Trusts hope investors are ready to be thrilled

Simon Hildrey reports on the revival of venture capital funds

Although many people will view Chancellor Gordon Brown as an unlikely saviour for investors, he might just have rescued venture capital trusts (VCTs) from terminal decline.

Because, on 5 April this year, just as VCTs had become the forgotten asset class of investments, the Government changed the tax benefits.

Under the new rules, if you invest in a VCT before 5 April 2006, you will receive a rebate of up to 40 per cent. For example, put in £10,000 and you get £4,000 back from the taxman. You don't have to be a higher-rate taxpayer to reclaim this 40 per cent.

However, the sum is restricted to the amount of income tax you pay: if you invest £200,000 each tax year but have paid only £5,000 to the Inland Revenue, you will receive only a £5,000 rebate.

All gains and dividends in the trusts are tax-free but you must hold your investment for at least three years to enjoy these benefits.

VCT managers hope the tax changes will herald a return of the good old days and encourage a significant increase in investment. More than 15 launches of new VCTs have already been announced on the back of this expectation. The managers are hoping that at least £250m will be raised, and possibly as much as £500m.

The peak demand for VCTs came in the 2000-01 tax year, when £440m was invested in them. In 2001-02 this fell sharply to £140m, following the decline in the stock market, and then there was a still steeper drop to £50m in 2002-03. There was a slight recovery to £59m in 2003-04 but that is still just 13 per cent of the amount attracted three years ago.

VCTs are marketed for their tax benefits but shouldn't be chosen solely for this reason. They are closed-ended vehicles listed on the London Stock Exchange and invest in start-up ventures, unquoted companies and shares listed on the Alternative Investment Market (AIM), with capitalisations of less than £15m. This makes them higher-risk investments than blue-chip FTSE 100 stocks, and there is less liquidity.

When investing in a VCT, you need to select from one of three categories: generalist, AIM or specialist. All can offer attractive long-term returns, but performance varies widely. For example, the online publication Tax Efficient Review says that of the generalist and specialist VCTs launched during 1997-98 and 1998-99, Foresight Technology has delivered a return of 18.47 per cent. The next best performer is Enterprise, with 4.98 per cent, while Advent 2 has dipped 8.74 per cent over the same period and British Smaller Technology Companies has fallen by 16.12 per cent.

Both the performance and charges of VCTs have been criticised but John Spiers, managing director of independent financial adviser (IFA) Bestinvest, believes the average returns compare well with equities.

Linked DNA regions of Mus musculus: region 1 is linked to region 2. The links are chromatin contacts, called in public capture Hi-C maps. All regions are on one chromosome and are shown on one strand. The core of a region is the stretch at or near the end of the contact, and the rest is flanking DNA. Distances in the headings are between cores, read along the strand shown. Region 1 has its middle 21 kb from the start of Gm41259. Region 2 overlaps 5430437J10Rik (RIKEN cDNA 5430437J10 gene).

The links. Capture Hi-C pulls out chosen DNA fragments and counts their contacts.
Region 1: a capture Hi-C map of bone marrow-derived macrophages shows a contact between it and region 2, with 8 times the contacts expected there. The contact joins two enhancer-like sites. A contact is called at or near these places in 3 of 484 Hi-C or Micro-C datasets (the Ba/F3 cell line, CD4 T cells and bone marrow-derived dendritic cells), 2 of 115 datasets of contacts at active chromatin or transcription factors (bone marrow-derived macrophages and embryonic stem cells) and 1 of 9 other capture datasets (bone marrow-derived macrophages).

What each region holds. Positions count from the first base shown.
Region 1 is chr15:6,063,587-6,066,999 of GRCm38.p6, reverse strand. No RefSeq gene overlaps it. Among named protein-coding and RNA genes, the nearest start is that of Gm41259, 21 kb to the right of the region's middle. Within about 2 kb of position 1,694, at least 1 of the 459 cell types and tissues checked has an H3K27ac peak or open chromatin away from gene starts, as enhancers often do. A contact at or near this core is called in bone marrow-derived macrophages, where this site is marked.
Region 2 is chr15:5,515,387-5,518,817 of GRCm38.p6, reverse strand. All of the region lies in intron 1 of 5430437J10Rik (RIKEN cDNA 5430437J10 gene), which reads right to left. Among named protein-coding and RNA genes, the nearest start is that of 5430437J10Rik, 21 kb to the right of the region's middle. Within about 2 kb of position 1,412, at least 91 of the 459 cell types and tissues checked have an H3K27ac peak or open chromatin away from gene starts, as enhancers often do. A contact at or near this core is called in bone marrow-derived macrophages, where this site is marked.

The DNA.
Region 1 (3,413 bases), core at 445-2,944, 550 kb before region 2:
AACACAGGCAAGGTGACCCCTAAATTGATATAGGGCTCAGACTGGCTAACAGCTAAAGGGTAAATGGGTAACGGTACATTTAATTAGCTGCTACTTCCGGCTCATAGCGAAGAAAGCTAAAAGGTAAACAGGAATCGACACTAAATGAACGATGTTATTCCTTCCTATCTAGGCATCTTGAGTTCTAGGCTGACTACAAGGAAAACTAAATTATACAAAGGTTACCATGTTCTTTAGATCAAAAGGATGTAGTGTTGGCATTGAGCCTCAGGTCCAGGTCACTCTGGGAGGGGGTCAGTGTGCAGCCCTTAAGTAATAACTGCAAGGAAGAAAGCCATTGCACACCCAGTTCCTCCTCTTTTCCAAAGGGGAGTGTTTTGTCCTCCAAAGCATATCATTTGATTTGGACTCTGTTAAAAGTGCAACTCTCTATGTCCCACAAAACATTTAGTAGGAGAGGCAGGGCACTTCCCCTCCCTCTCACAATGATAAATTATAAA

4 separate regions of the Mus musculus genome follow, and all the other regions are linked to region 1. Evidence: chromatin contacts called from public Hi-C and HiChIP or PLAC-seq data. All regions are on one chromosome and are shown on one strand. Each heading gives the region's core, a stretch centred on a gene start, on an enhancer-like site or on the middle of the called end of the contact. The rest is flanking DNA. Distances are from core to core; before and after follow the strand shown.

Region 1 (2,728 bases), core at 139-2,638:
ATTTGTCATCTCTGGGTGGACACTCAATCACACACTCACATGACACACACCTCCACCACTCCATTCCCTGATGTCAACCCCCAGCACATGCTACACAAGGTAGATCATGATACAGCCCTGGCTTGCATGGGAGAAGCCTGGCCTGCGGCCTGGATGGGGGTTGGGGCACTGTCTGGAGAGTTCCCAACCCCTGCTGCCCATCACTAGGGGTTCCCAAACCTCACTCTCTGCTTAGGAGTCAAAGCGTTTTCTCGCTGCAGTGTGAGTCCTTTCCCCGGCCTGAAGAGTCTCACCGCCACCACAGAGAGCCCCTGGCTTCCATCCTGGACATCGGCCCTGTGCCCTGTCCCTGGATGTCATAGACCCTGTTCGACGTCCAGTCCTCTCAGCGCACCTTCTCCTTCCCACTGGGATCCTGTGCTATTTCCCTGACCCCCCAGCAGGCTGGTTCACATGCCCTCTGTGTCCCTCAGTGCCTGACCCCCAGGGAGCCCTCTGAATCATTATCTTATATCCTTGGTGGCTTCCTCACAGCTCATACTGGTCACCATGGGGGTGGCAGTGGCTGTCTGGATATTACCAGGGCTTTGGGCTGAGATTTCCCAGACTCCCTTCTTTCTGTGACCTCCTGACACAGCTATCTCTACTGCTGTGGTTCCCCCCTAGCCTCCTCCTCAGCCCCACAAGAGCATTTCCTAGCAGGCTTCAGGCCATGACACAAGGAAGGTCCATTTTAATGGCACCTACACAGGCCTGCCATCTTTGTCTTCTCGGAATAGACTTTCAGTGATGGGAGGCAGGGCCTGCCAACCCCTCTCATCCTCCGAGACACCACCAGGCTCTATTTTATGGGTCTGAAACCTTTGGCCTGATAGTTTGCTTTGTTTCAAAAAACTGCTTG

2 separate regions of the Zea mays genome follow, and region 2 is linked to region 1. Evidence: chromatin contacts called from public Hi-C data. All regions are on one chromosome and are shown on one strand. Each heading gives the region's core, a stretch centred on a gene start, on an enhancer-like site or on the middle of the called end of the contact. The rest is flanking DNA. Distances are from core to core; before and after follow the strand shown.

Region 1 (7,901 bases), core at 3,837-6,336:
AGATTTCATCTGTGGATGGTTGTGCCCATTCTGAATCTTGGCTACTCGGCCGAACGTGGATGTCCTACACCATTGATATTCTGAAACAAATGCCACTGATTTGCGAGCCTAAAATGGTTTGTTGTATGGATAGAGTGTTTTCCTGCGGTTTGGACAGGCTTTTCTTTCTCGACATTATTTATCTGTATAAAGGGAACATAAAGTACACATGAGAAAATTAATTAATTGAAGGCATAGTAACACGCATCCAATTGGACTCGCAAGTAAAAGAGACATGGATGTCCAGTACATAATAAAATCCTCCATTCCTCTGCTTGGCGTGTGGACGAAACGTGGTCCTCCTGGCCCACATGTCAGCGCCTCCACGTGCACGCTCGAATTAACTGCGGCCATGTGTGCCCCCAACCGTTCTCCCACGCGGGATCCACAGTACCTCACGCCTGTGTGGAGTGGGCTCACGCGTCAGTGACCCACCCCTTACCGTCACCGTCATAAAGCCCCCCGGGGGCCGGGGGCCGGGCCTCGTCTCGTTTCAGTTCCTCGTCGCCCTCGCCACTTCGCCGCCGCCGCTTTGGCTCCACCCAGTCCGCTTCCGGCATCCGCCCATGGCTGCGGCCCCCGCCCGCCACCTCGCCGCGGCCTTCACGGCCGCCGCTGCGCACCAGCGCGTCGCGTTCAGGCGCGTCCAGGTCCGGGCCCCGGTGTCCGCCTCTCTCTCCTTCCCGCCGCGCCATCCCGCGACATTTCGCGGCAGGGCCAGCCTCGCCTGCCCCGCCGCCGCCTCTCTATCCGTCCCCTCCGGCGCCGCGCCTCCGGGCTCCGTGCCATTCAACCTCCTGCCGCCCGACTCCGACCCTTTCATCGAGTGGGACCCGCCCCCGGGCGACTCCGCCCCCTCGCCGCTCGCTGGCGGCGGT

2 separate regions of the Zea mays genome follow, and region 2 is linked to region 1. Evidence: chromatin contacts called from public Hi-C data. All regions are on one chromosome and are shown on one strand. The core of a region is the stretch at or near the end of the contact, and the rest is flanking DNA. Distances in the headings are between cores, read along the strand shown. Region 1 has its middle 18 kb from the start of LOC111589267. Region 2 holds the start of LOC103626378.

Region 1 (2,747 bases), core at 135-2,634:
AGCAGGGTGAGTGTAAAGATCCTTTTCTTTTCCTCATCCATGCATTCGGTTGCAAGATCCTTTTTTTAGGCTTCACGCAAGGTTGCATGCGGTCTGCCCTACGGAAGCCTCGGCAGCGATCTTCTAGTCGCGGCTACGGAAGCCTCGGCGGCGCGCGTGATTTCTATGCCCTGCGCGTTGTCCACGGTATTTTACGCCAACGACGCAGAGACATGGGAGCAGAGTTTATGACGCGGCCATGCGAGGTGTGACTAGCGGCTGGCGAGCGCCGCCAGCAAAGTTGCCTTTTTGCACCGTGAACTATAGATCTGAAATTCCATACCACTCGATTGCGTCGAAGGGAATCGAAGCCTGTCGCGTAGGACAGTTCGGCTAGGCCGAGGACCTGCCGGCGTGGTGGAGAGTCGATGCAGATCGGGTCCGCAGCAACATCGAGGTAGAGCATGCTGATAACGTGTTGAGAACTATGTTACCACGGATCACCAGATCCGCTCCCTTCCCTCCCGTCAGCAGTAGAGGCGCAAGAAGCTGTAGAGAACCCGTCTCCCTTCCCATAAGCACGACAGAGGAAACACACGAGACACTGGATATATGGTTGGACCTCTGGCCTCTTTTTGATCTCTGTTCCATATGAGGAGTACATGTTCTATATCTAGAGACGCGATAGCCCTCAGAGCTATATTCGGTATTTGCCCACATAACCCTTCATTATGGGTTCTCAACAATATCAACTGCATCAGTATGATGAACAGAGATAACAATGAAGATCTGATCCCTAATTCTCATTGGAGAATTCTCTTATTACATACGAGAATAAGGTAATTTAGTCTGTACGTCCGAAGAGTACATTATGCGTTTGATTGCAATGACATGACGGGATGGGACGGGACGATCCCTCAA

"Of the £1.6bn put in VCTs since 1995, investors have lost an average of 5 per cent of their money," he says. "The average investor across equity funds has lost 16 per cent."

These returns for VCTs are after charges, which can be as high as 5 per cent initially, with the total expense ratio typically 3.5 per cent a year.

Liquidity is expected to improve. It is now common for new VCTs to include a buyback policy that typically allows investors to sell their shares at a 10 per cent discount to the net asset value (NAV).

Bernard Fairman, managing partner of VCF Partners, which manages the Foresight VCTs, says legislation is being drafted which will allow trusts to be merged. This should create greater economies of scale and greater liquidity. Mr Fairman expects more corporate activity along the lines of the acquisition in July by Foresight of Advent's two VCTs.

But David Knight, director of tax-shelter research at the London-based IFA Allenbridge, says one problem that could arise with share buybacks is if all investors in a VCT decided to sell their shares after three years, because there would not be sufficient liquidity to allow them to do this.

He says it is difficult to compare the performance of VCTs with that of equity funds because of their different nature. "VCTs have three years to invest the money they raise and can keep 30 per cent in cash," he says. "Around 50 per cent of money in VCTs is invested in unquoted companies. These are difficult to value."

The other problem is that it can take years before VCTs start seeing a return from the firms they invest in. Furthermore, a trade sale or stock market listing of the underlying companies is unlikely for at least five or six years. This is why advisers recommend investors stay in the trusts for several years at least.

Independent Partners; request a free guide on NISAs from Hargreaves Lansdown

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